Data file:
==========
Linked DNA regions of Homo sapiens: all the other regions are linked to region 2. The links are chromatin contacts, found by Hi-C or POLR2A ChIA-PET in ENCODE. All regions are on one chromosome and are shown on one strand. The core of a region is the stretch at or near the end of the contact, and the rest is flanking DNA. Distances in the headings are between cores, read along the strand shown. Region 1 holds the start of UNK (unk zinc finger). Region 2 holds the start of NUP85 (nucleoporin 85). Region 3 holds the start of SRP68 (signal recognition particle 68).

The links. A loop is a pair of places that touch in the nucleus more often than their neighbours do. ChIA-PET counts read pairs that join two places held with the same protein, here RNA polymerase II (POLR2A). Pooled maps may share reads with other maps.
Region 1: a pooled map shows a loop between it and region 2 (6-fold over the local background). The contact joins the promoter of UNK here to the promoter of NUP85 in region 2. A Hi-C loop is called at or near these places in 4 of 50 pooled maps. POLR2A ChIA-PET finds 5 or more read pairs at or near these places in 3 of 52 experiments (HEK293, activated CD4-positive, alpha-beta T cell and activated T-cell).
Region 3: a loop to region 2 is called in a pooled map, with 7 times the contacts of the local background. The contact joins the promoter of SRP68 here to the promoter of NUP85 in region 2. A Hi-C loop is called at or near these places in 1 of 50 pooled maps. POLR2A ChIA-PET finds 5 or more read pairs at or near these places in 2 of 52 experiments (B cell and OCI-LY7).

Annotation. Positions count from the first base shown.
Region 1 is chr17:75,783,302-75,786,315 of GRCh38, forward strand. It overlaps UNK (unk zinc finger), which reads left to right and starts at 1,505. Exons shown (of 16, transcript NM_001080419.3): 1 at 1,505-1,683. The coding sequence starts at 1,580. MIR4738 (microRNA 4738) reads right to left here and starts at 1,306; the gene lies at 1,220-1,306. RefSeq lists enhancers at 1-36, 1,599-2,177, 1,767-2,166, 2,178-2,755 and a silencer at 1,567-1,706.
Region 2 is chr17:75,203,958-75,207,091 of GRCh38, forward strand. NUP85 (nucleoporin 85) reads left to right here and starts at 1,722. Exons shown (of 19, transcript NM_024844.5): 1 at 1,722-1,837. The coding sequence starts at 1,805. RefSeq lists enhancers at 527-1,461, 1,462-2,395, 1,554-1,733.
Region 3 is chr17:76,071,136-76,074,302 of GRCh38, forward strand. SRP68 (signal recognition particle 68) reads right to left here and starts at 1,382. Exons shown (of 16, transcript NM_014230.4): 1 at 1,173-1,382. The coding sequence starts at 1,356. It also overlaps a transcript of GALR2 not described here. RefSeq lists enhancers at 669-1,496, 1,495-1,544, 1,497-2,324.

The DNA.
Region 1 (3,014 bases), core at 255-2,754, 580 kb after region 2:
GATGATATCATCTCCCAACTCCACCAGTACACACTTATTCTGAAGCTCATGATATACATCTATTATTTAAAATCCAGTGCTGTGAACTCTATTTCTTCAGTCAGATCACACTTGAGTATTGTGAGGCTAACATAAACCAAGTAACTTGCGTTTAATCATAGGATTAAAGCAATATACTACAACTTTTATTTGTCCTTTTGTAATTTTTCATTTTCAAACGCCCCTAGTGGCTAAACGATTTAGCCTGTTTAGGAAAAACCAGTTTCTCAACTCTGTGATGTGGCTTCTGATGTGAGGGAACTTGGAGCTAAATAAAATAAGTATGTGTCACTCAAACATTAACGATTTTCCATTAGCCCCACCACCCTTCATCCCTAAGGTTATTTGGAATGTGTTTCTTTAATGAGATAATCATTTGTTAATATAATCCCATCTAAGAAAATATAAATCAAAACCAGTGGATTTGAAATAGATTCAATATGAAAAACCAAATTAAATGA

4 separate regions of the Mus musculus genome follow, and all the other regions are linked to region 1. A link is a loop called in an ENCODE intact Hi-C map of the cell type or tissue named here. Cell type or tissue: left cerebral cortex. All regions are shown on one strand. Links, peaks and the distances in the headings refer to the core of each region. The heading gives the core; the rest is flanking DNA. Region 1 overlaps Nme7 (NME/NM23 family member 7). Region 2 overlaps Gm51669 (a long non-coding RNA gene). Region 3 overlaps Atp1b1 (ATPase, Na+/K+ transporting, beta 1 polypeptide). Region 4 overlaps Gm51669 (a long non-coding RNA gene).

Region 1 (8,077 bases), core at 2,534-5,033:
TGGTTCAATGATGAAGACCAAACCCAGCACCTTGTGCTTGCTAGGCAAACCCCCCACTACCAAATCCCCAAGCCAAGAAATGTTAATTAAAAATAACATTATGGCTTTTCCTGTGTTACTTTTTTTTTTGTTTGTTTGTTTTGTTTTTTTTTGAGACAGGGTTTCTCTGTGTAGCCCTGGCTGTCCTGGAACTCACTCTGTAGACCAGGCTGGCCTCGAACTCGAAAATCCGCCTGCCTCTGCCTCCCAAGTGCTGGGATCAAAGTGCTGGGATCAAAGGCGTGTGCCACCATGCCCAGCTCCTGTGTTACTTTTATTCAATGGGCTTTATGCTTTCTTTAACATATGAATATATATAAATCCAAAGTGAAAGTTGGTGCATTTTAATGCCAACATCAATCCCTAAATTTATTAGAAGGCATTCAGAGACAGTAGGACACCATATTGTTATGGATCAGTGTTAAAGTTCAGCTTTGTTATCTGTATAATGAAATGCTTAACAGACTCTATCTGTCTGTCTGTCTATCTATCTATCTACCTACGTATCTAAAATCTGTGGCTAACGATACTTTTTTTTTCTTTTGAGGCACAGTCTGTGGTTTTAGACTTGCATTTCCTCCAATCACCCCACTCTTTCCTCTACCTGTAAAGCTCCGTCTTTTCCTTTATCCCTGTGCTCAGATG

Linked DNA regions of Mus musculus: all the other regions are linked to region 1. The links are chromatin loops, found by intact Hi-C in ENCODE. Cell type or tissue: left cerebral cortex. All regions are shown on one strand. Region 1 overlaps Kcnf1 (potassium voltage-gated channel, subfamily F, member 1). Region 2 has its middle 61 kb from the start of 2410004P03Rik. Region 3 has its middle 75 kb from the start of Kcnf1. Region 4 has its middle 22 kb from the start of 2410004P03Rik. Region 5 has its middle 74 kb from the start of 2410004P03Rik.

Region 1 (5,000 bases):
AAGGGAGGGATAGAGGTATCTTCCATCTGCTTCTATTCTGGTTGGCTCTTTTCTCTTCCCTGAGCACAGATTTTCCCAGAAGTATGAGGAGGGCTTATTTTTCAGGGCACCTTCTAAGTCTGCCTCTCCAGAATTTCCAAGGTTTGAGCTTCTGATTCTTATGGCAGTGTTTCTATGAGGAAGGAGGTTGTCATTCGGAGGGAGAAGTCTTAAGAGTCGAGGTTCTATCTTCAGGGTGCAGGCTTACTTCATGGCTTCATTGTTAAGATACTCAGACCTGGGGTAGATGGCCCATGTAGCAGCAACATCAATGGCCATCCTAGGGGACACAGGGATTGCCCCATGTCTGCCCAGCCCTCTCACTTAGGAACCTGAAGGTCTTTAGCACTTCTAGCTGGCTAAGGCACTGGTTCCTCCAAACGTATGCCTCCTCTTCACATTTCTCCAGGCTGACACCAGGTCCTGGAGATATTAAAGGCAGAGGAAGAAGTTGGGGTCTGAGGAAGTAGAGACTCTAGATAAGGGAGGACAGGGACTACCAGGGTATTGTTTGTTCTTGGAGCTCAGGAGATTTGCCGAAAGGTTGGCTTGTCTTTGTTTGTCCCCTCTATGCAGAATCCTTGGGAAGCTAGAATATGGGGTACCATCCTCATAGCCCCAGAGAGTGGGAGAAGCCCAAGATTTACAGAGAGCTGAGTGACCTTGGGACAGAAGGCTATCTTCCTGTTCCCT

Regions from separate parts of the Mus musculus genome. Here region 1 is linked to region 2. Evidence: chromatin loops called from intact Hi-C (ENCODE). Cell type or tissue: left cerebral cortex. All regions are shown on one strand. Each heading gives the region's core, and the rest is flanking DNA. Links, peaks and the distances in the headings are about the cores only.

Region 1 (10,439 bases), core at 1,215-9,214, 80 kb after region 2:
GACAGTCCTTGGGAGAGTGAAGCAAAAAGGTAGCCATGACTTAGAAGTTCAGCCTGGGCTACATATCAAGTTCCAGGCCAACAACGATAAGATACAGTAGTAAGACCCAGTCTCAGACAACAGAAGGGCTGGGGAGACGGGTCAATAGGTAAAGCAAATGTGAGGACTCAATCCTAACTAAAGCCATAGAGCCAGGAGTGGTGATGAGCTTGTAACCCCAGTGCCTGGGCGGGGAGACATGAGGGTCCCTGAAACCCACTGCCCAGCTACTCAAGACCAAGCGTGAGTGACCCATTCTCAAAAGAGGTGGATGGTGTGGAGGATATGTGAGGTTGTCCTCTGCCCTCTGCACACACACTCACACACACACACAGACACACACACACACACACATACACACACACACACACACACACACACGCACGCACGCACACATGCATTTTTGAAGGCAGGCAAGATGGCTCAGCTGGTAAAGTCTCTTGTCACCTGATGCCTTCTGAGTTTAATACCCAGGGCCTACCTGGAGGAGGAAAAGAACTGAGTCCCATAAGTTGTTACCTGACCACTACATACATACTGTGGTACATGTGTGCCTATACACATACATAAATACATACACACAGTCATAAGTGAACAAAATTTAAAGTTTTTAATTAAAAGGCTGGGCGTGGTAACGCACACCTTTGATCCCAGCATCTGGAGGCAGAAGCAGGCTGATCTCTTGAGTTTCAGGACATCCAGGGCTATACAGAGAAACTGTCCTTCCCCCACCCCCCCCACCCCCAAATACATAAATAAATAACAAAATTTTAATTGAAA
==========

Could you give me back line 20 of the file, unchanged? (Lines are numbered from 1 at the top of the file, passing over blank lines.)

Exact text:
GACAGTCCTTGGGAGAGTGAAGCAAAAAGGTAGCCATGACTTAGAAGTTCAGCCTGGGCTACATATCAAGTTCCAGGCCAACAACGATAAGATACAGTAGTAAGACCCAGTCTCAGACAACAGAAGGGCTGGGGAGACGGGTCAATAGGTAAAGCAAATGTGAGGACTCAATCCTAACTAAAGCCATAGAGCCAGGAGTGGTGATGAGCTTGTAACCCCAGTGCCTGGGCGGGGAGACATGAGGGTCCCTGAAACCCACTGCCCAGCTACTCAAGACCAAGCGTGAGTGACCCATTCTCAAAAGAGGTGGATGGTGTGGAGGATATGTGAGGTTGTCCTCTGCCCTCTGCACACACACTCACACACACACACAGACACACACACACACACACATACACACACACACACACACACACACACGCACGCACGCACACATGCATTTTTGAAGGCAGGCAAGATGGCTCAGCTGGTAAAGTCTCTTGTCACCTGATGCCTTCTGAGTTTAATACCCAGGGCCTACCTGGAGGAGGAAAAGAACTGAGTCCCATAAGTTGTTACCTGACCACTACATACATACTGTGGTACATGTGTGCCTATACACATACATAAATACATACACACAGTCATAAGTGAACAAAATTTAAAGTTTTTAATTAAAAGGCTGGGCGTGGTAACGCACACCTTTGATCCCAGCATCTGGAGGCAGAAGCAGGCTGATCTCTTGAGTTTCAGGACATCCAGGGCTATACAGAGAAACTGTCCTTCCCCCACCCCCCCCACCCCCAAATACATAAATAAATAACAAAATTTTAATTGAAA